Gore Vidal at Edgewater

Author: Grant Quertermous, CAHPT Curator & Director of Collections

 “I have a recurring dream about Edgewater,” author Gore Vidal wrote in his autobiography, Palimpsest, “and sometimes I wonder if I should have given it up. The dream always starts the same way. I have just bought it back from the man I sold it to.”  

That man was, of course, Richard H. Jenrette, to whom Vidal sold the Hudson River Valley estate in 1969 after owning it for nineteen years.  In celebration of American author Gore Vidal, we wanted to briefly examine his ownership of Edgewater and how he credited the house with influencing his literary work.

Gore Vidal seated in the present day Dining Room of Edgewater. circa 1960s.

Ava Alice Astor Bouverie (1902-1956), daughter of John Jacob Astor IV and owner of another Dutchess county estate, Marienruh, was responsible for introducing Gore Vidal to Edgewater in 1950. “One winter day Alice drove several of us north along with river road to a deserted house called Edgewater, so named as the lawn ended at river’s edge; three acres of locust trees, willows, and copper beach provided a miniature park.”

Vidal was enchanted by the house and purchased it in 1950.  From the attic of Marienruh, Ms. Bouverie provided surplus furniture and carpets that Vidal used to furnish Edgewater.  He made the octagon library his writing room and soon set to work, later crediting the room and Edgewater with providing him a burst of creative energy.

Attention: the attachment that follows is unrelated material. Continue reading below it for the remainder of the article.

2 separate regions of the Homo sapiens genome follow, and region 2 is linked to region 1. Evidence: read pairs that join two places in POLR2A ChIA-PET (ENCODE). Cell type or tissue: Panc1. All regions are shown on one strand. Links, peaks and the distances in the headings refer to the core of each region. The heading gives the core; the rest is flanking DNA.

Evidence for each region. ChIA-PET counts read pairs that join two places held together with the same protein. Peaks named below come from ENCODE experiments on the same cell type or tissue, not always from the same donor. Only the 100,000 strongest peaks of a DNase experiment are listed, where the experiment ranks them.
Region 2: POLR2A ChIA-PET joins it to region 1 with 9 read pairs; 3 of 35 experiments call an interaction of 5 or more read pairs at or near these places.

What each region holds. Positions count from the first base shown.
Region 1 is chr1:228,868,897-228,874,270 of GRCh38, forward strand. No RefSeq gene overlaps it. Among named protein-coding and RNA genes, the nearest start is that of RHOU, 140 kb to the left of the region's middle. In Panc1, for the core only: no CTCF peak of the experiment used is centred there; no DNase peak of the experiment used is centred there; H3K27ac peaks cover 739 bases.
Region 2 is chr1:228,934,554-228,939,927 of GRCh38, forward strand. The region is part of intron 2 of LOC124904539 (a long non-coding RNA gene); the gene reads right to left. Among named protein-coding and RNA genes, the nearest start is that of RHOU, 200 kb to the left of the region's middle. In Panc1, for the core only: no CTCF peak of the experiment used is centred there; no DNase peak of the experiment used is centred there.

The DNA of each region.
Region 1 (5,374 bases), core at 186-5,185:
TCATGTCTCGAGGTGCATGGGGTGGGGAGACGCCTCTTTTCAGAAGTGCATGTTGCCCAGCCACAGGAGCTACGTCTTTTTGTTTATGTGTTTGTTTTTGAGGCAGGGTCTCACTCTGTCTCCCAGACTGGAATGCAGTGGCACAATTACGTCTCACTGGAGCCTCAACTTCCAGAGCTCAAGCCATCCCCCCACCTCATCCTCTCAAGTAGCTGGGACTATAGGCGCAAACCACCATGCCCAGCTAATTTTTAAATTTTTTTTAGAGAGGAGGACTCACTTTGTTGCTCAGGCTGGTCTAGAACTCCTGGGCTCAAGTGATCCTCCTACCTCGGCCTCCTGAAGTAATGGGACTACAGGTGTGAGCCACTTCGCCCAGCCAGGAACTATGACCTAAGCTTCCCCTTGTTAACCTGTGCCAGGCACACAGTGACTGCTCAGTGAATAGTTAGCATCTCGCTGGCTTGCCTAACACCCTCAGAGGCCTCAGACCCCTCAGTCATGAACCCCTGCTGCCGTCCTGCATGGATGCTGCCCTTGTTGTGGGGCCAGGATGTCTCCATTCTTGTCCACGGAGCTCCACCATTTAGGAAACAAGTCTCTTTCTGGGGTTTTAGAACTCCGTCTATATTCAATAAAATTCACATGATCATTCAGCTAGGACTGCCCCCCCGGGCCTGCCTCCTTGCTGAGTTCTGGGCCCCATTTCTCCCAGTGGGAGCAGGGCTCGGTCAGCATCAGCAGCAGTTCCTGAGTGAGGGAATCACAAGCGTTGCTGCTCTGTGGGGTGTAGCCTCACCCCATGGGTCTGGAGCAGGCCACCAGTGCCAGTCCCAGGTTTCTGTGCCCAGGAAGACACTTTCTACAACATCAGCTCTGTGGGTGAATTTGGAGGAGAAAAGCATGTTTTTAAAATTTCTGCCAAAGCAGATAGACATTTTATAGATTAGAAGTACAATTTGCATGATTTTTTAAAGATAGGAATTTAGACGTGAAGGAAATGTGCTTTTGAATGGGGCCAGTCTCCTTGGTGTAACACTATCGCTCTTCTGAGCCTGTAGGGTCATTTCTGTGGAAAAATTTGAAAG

Gore Vidal with dogs, Billy and Blanche, on the front lawn of Edgewater. Circa 1965.

“When a writer moves into the house he most wants or needs, the result is often a sudden release of new energy… In my case, there was a burst of energy and imagination of a sort not accessible to me before.  Overnight – the result of the octagonal library?” he later recalled.  

More than fifty years before Vidal purchased the property, the house and its octagon library served as inspiration for another writer, John Jay Chapman, who with his second wife, Elizabeth Astor Chanler, purchased Edgewater in 1902.

“I learned that John Jay Chapman, a very good if obscure American essayist, had lived at Edgewater,” Vidal later wrote, “and I could feel his presence in the house.”  

However, Vidal soon found that in addition to providing creative energy, the house required constant maintenance and costly repairs. “I soon realized that I had acquired a white elephant and would have to go into television and movies to maintain it,” he wrote. To provide the additional income, Vidal accepted a role as a contract screenwriter, first for television and later for Metro-Goldwyn-Mayer Studios where he worked on motion picture screenplays.